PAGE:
EPM caught up with Thomas Collins, MD, the medical director for the department of Public Safety for the City of Cleveland, and talked about recent RNC prep, and how an ounce of prevention is worth a pound of cure. Interview by Logan Plaster.
EPM: What public health concerns did you have going into the RNC that were unique to Cleveland?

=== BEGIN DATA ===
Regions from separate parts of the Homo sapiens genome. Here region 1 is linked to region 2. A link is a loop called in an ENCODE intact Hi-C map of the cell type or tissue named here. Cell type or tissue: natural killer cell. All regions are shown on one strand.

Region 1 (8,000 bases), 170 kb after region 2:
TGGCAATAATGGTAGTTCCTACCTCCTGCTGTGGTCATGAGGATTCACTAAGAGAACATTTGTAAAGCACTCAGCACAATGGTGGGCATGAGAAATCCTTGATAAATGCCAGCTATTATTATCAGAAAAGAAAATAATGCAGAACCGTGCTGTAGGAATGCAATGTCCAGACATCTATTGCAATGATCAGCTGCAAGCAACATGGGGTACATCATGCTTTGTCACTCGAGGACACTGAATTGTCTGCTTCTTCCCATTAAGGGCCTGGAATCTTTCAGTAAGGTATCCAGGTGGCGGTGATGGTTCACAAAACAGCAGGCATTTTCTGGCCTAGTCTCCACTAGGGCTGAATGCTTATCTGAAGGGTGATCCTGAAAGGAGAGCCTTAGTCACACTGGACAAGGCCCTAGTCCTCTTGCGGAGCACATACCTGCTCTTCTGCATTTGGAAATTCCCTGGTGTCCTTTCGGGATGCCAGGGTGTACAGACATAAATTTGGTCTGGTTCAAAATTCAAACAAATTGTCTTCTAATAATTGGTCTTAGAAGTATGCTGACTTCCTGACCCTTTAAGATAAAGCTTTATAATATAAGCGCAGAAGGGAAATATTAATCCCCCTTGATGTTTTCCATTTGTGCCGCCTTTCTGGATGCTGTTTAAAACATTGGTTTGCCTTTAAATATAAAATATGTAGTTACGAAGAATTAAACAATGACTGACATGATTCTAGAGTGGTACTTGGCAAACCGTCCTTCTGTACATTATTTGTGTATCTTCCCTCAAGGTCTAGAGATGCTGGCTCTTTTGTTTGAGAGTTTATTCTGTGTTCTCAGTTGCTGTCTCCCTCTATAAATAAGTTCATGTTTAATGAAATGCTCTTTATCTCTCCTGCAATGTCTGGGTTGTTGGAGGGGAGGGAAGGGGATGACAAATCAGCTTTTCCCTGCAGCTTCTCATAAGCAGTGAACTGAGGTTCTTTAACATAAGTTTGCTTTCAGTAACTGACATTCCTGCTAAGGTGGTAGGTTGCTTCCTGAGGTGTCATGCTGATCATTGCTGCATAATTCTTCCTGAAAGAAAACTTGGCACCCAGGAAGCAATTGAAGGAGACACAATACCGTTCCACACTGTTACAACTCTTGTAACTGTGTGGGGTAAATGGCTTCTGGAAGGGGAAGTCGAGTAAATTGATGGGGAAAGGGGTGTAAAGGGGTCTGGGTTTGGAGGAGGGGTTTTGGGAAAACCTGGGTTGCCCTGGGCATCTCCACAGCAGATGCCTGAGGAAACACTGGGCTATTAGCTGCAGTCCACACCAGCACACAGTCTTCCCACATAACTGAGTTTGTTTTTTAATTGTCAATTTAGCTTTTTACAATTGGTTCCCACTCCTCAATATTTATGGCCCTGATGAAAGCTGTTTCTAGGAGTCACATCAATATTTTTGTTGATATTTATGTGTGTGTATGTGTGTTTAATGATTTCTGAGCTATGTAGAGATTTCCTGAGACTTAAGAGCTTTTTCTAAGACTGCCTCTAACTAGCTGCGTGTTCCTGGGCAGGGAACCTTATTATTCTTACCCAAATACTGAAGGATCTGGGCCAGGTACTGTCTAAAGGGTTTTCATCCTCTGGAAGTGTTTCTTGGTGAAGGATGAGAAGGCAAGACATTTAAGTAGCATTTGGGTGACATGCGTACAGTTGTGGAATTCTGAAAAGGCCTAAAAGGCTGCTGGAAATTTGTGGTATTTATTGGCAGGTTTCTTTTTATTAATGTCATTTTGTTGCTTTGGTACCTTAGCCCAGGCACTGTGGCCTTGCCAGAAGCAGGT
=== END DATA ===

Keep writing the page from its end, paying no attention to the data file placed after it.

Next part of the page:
Collins: We approached it from three perspectives. One was the true event medicine component; where you had lots of people coming into an area for a special event and you needed to have the medical components in place to do routine care for this group but also to respond to emergency care for this population in this unique space. Unlike many special events, just about all the attendees were coming from out of town. So not only did they need care, they needed coordination in how to get plugged into the health systems. The second component we looked at was this as a national special security event and we needed to make sure that we had all the consequent management components in place in case there was some calamity. EMS working in conjunction with all the hospitals, as well as our local hospital association, on making sure the hospitals were properly looking at their staffing models, looking at their vendor supplies, looking at making sure that we had good knowledge of what our surge capabilities were within the region. Finally, there was the fact that the event was taking place in Cleveland in June and July. We knew that temperatures could reach the upper 80’s and low 90’s. The last day of the Convention the temperatures were in the low 90’s. Making sure we had proper attention to rest and rehydration was critical. We had predesignated law enforcement rehab areas throughout the venues and the area outside of the venues; so law enforcement could get into a cool area, could hydrate.